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Monday, October 10, 2005

This Could Be Oppression

Oppression means different things to different people, for me it is the use of political power and domination having officials control all wealth and goods and dole them out in strict equality to maintain an unjust system, which is for the benefit of the rulers, at the expense of the ruled. Such oppression may exist at the level of the state. Poverty as oppression in America is a direct result of the economic mandates and tendencies of capitalism. A capitalistic economy is inherently impersonal and concerned exclusively with profit. In the ever-present drive for profit, oppression becomes the relationship between workers and employers as employers try to maximize profits by minimizing wages. Thus the primary cause for poverty amidst the working class is oppression. Not only does capitalism require a marginal labor force of the unemployed to depress wages, but recently it has shown its need to eliminate employees and produce internationally to reduce costs. Thus the working class finds itself in periodic poverty due to oppression for three main reasons: unemployment, layoffs, and subcontracting.

Comments:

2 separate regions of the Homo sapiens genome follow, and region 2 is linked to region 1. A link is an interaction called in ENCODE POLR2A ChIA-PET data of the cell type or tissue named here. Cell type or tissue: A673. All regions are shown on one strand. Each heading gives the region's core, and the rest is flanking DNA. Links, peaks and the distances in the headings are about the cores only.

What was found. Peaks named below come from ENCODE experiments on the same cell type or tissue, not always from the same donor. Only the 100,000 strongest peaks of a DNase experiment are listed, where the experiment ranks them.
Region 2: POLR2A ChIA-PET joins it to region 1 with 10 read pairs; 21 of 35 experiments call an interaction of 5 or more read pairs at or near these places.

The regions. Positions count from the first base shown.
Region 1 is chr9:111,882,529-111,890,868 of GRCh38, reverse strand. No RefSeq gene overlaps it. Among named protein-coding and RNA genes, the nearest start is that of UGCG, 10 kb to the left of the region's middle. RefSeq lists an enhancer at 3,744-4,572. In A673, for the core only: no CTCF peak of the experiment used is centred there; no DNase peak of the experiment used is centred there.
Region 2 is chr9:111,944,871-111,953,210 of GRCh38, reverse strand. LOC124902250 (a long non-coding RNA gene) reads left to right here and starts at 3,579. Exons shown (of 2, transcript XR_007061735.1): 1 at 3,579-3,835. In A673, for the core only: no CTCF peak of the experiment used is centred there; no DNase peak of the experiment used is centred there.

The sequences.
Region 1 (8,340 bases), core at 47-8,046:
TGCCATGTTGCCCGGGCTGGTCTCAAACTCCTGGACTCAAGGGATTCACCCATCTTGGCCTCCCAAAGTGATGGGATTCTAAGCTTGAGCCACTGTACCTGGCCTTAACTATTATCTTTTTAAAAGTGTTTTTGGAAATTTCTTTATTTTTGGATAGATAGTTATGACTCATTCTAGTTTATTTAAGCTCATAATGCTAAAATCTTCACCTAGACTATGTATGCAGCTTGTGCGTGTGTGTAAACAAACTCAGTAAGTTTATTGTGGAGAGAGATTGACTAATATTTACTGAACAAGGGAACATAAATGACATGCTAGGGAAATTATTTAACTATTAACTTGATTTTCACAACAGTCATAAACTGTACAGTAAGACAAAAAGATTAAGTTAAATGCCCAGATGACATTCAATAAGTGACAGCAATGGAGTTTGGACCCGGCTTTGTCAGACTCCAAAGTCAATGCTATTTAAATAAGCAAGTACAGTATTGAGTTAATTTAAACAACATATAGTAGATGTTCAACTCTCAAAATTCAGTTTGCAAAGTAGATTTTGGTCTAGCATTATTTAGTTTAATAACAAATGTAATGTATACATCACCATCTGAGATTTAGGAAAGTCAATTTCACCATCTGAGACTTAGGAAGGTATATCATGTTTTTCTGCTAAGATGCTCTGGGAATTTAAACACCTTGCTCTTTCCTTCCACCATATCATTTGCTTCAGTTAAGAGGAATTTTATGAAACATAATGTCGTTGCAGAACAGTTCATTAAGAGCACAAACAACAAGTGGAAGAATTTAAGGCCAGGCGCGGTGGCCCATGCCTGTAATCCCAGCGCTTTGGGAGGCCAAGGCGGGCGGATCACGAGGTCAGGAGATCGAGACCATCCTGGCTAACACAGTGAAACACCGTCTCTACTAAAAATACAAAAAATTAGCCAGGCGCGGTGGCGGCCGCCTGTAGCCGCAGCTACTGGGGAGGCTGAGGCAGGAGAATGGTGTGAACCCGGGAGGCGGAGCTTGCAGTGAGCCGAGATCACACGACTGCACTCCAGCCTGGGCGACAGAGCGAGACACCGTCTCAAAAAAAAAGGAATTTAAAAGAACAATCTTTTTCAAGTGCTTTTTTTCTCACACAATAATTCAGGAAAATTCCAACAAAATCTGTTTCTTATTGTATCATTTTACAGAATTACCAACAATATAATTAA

I agree that oppression involves power and coercion. As such, I think the most likely place to observe oppression in our lives involves government. I disagree strongly with the rest of your suggestion. The realm of market activity is the realm of voluntary actions by individuals, except to the extent that government makes efforts to coerce individuals to either choose what they would not voluntarily choose, or makes efforts to coerce individuals to not choose what they want. Unemployment does not, in general result from coercion, except in the case where government imposes a minimum wage. Consider also the presence of unions in the labor market. Unions cannot exist without coercion. They will fall apart without coercion. Historically the early development of unions involved much violence, and I would say violence that was the result of union efforts. The violence began to end once government put its coercive power behind the unions. Given the oppression involves coercion, and given that government has put its coercive power behind unions, could we not point to the heyday of unions in the United States as an illustration of oppression? In other words, government was being oppressive because it was coercing employers to make choices they would not, of their own volition, make.
 
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